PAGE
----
Most were sung by Rafi Sa'ab while some were sung by Talat Mahmood, Manna Dey and Mukesh. In Mirza Ghalib and Jahan Ara (1964), it was the soft voice and Talat who created the magic for Bhushan. "Dil e Nadaa'n Tujhe Hua Kya Hai", "Phir Mujhe Deeda-e-tar Yaad Aaya" and "Ishq Mujhko na Sahi Wahshat hi Sahi" were Ghalib's ghazals sung by Talat.

Bhushan made a convincing Ghalib. Jahan Ara in which he played Mirza Yusuf Changezi, a poet and the love interest of Shajahan's daughter Jahan Ara, had songs like "Teri Aankh Ke Aansoo Pi Jaun" and "Phir Wohi Sham Wahi Gham Wohi Tanhaayi Hai".

These songs make it impossible to forget Bharat Bhushan. Despite all the tragic roles he played, his luminous smile stole many a hearts during some light-hearted or romantic scenes.

bharat-690_061319074511.jpgBharat Bhushan won many hearts with his romantic scenes. (Source: A still from one of his movies)

When one thinks of how this shining star fell on bad days and had nothing with him when he died, one can say that his on-screen tragedies were nothing compared to his real life reality faced in the later years.

Bhushan played very small character roles in the 1970s and 1980s (in Chandni he appears for two minutes as a doctor). In 1969, he appeared in Pyar Ka Mausam as Shashi Kapoor's father, a role which was made memorable by the Kishore Kumar song "Tum Bin Jaaoon Kahaan". The last film in which he appeared as the protagonist was Taqdeer (1967), which had a song that pulls at the heartstrings of anyone who cares to listen to it. The song, "Jab Jab Bahaar Aayi Aur Phool Muskuraaye, Mujhe Tum Yaad Aaye".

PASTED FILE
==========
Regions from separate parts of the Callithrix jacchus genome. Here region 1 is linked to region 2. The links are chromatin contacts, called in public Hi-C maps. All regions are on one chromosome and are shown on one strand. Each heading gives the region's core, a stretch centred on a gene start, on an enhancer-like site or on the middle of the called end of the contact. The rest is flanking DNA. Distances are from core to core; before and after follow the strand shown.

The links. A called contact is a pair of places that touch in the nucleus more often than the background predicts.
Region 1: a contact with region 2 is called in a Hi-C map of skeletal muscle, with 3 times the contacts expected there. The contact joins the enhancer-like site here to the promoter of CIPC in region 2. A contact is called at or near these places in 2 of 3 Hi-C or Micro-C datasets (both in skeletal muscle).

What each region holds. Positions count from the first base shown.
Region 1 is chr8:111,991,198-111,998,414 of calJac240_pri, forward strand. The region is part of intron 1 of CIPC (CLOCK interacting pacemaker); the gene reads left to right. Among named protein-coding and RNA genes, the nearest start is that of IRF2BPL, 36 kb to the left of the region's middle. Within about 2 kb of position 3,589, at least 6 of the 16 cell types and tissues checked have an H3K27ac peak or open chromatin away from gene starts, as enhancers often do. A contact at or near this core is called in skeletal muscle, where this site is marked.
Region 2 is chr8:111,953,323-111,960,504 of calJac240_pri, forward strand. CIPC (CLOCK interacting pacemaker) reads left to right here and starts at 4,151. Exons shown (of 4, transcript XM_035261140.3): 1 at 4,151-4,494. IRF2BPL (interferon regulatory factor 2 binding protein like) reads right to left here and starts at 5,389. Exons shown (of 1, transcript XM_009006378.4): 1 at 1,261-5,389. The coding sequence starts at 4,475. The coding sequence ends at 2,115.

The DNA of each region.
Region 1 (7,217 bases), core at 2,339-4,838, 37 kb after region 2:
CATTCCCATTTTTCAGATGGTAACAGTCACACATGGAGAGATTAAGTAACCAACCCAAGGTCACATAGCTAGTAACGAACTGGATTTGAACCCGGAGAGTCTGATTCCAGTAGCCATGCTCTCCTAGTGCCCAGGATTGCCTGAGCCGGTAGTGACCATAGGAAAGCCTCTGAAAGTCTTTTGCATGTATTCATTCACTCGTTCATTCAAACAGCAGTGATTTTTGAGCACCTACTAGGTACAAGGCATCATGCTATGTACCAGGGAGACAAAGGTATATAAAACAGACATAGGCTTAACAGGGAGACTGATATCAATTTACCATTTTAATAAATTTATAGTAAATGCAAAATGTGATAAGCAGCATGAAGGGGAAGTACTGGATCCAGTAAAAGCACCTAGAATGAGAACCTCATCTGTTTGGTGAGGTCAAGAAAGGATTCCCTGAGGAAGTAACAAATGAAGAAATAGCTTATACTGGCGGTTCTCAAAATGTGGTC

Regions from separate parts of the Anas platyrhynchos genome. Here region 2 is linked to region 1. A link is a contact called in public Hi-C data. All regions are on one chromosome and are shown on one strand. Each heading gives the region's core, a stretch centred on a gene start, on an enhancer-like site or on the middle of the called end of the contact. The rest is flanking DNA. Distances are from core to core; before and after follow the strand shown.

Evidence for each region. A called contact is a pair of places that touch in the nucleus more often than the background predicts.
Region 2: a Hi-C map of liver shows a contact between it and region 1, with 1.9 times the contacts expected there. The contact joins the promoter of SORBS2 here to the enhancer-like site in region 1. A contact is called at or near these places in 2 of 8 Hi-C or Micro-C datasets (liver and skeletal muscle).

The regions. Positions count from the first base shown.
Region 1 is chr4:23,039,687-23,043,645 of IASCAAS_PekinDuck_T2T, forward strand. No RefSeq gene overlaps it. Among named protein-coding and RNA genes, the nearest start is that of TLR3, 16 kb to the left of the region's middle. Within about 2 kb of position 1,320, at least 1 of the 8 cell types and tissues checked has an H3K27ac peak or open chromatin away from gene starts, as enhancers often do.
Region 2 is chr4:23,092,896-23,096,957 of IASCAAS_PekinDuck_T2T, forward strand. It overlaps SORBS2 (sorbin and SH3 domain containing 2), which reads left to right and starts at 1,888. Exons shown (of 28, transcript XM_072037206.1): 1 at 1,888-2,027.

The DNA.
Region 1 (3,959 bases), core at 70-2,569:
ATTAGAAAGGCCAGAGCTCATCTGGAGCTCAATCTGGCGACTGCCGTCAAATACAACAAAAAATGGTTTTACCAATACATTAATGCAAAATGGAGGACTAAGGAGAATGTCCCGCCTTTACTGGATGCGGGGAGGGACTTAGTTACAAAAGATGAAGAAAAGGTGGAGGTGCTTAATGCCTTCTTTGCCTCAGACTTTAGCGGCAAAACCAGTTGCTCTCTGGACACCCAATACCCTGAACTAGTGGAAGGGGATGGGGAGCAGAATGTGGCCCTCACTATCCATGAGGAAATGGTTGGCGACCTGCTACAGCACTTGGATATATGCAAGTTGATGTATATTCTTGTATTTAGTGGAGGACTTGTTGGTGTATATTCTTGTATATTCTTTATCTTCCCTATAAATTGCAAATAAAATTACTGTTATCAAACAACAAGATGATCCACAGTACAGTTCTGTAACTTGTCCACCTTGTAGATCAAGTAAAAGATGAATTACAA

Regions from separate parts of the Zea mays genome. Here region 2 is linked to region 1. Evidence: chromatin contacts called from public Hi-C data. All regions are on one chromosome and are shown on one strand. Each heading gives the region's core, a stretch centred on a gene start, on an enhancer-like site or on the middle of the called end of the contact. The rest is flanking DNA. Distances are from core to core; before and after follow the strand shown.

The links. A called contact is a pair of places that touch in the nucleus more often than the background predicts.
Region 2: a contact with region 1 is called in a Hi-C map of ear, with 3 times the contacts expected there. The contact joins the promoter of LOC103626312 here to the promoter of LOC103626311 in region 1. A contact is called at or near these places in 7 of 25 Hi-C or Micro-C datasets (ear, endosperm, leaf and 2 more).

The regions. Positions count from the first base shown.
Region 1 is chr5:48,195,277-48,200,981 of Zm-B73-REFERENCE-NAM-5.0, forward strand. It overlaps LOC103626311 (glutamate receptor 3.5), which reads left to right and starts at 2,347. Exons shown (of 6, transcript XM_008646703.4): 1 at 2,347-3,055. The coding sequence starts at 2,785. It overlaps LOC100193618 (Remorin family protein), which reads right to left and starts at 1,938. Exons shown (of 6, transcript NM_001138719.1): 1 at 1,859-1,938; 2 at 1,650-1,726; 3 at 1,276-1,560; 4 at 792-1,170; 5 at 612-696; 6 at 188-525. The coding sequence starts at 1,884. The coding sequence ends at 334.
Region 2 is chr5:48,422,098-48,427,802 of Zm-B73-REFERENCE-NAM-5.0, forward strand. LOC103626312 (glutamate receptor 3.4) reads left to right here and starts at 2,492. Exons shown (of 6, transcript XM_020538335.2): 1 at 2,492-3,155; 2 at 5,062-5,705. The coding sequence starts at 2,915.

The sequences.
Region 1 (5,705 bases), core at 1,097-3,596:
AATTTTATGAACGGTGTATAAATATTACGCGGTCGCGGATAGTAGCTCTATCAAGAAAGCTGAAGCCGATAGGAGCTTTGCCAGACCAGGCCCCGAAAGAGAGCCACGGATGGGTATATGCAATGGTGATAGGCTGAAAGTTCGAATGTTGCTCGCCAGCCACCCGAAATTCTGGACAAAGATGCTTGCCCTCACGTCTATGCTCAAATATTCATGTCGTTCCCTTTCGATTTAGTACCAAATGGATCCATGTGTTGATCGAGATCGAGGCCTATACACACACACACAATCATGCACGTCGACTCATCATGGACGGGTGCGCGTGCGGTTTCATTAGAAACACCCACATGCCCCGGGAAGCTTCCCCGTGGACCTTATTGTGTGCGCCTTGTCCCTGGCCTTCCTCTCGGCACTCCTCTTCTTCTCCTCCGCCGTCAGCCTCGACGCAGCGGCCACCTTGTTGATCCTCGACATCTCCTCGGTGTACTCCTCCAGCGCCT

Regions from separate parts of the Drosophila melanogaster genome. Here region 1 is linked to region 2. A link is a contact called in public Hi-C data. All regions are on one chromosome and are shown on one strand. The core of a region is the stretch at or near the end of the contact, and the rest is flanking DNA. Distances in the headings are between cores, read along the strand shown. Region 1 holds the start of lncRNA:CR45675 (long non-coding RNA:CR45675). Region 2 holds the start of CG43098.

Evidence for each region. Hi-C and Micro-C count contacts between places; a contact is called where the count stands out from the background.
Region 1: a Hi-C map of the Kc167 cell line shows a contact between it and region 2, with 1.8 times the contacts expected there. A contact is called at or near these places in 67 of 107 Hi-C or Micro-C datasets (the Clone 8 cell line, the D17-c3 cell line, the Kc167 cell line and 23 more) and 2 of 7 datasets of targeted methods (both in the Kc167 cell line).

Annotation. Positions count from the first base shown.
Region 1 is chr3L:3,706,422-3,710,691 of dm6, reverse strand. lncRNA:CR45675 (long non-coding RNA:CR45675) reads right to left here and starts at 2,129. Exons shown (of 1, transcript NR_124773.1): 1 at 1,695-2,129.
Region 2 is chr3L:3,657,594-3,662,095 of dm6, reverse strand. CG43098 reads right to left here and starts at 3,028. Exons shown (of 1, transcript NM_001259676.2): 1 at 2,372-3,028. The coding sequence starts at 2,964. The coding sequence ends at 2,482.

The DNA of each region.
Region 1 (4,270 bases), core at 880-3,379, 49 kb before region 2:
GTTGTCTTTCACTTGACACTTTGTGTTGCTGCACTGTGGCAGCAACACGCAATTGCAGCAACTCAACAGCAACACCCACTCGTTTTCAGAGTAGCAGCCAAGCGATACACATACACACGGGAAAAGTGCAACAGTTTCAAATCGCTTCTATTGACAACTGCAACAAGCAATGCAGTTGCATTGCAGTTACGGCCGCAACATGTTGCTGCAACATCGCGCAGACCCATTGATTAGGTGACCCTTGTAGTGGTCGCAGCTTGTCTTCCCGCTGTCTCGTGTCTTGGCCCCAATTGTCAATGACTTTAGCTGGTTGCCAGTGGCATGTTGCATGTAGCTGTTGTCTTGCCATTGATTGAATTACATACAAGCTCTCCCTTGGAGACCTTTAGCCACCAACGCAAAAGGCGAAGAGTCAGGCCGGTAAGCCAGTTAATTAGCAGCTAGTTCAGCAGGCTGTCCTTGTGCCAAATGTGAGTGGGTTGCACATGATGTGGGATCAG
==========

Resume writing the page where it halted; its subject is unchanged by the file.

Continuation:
A commendable performance by Bhushan and Farida Jalal (as his daughter) makes the film very interesting. Here he plays a music teacher.

He played the role of the ultimate musician, Sangeet Samrat Tansen, in Sangeet Samrat Tansen (1962). Mukesh's song "Jhoomti Chali Hawa, Yaad Aa Gaya Koi" was one of the highlights of this film.

tansen-690_061319074855.jpgBharat Bhushan in Sangeet Samrat Tansen. (Photo: A still from the movie)

Famous Urdu poet Sahir Ludhianavi once said that if anyone looked like a perfect poet it was Bharat Bhushan! His dreamy eyes and long eyelashes added to this image.

Bhushan worked with the topmost heroines of the day, including Madhubala, Meena Kumari, Nutan, Beena Rai and Mala Sinha. Some wrong decisions while producing films became responsible for his downfall. This bibliophile used to live in his own world of books and dreams.

He had quite a dream-like life before destiny stole away everything from him. Despite whatever happened to him later, Bhushan will always be remembered for his films and their lilting songs that so often talk of suffering and tragedy.

Also read: Rajendra Nath: The man whose comic timing is no joke!

Writer

Jaskiran Chopra Jaskiran Chopra @surkhaab

She is a journalist by profession, and has worked with United News of India, The Times of India and The Pioneer.